Though the landslide nature of the result harks back to some of Thatcher’s election victories, it is in fact quite different. The intrusion into Labour heartlands puts the Prime Minister much more in hock to collectivist approaches to government than the individualistic, “there is no such thing as society”, instincts of the Thatcher era. In this sense, Conservatism has come full circle. Free-market purists may be as disappointed with the world they are waking up to as diehard remainers.
Most important of all, he must re-engage with business – which may involve a grown-up deal with the Europeans that keeps us closely aligned
But nor can the Government, in answering the demands of Northern constituencies, afford to neglect Remain-voting London and the South East, which as things stand basically bankroll the rest of the country. It’s a tax dynamo which the Government offends at its peril.
The size of the majority, together with a largely non-committal manifesto, gives Mr Johnson a clean canvas on which to paint. What he will choose to do with it is at this stage is anyone’s guess, though personally I would be a bit careful with the prevailing City view that we can now expect a softish, pragmatic Brexit, in which the UK remains closely aligned with our neighbours in the EU. This may be more a case of wishful thinking among business and City elites than informed view.
The things the Prime Minister has definitely committed to – no extension to the transition, independent free trade deals around the globe, a points based immigration system, and a much more interventionist approach to industry – may well be incompatible with such an approach.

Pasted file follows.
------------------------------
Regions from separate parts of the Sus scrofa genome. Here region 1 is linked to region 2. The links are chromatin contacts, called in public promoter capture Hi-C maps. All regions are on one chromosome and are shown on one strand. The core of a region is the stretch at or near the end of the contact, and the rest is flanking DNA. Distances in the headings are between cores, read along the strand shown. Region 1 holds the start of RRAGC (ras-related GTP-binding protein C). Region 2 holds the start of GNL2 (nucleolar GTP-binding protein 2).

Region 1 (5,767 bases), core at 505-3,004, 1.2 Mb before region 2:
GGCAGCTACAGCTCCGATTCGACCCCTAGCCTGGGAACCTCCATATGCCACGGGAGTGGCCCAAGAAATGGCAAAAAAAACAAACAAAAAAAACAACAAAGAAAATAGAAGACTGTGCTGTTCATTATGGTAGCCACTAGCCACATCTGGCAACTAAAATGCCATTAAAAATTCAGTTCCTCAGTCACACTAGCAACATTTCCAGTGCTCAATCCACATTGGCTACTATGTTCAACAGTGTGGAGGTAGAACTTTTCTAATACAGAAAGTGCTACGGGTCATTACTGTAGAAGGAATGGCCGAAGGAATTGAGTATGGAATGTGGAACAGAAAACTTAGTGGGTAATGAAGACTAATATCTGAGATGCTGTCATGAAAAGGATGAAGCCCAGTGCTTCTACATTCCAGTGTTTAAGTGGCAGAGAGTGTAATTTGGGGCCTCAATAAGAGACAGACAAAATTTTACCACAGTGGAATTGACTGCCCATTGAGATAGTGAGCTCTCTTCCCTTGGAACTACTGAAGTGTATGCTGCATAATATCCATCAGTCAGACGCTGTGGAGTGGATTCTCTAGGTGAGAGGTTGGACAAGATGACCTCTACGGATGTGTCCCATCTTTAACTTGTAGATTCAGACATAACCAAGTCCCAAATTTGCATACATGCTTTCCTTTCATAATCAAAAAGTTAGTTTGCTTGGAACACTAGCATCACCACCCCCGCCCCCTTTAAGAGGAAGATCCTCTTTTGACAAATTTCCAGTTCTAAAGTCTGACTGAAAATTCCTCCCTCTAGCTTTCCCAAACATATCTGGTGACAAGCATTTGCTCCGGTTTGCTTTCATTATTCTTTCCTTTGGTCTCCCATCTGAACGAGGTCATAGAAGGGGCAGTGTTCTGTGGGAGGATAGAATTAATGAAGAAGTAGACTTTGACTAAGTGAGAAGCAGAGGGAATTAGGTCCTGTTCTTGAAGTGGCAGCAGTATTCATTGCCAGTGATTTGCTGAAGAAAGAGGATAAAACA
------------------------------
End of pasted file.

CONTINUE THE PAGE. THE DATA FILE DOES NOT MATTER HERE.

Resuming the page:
There are a number of voices around Mr Johnson who think it more important first to reach a trade deal with the US than Europe, and urge him to prioritise that aim. That would not be a wise choice, though there may admittedly be something to be gained by playing one off against the other. Economies take time to adjust. There would be plenty of medium term, collateral damage in an abrupt switcheroo, a significant proportion of it in “Red Wall” seats. Creating new opportunities in the US is all well and good, but the Government won’t be thanked if in the process it has let the bulk of the UK’s car and aerospace industries go. Johnson must find a way of tiptoeing his way between the EU leviathan on the one hand and a rapacious US on the other.
Most important of all, he must re-engage with business – which may indeed involve extending the transition and striking a grown-up deal with the Europeans that keeps us closely aligned. There is much talk of Singapore-on-Thames, but the lesson to be drawn from this hyper-successful former colony is not so much its low-tax, small-state model as, counter intuitively, its very high levels of state intervention and government partnership with business.
Worthwhile incentives for targeted investment and training urgently need to be introduced, while business in general needs to be force marched into recognising its obligations to society at large and local communities in particular. A good starting point would be the £3bn a year apprenticeship levy, which has been shamefully misdirected and abused but would only require relatively minor tweaks to make it work as it was supposed to. Climate change, meanwhile, provides unparalleled scope for reinvigorating the regions by putting them centre stage in the required energy transition.
Johnson has been gifted an amazing opportunity to make the economy work for everyone. My worry is that there is, as yet, not much evidence of a coherent plan for doing so.
Please don’t blow it.
The Telegraph, London.
Source: Thanks smh.com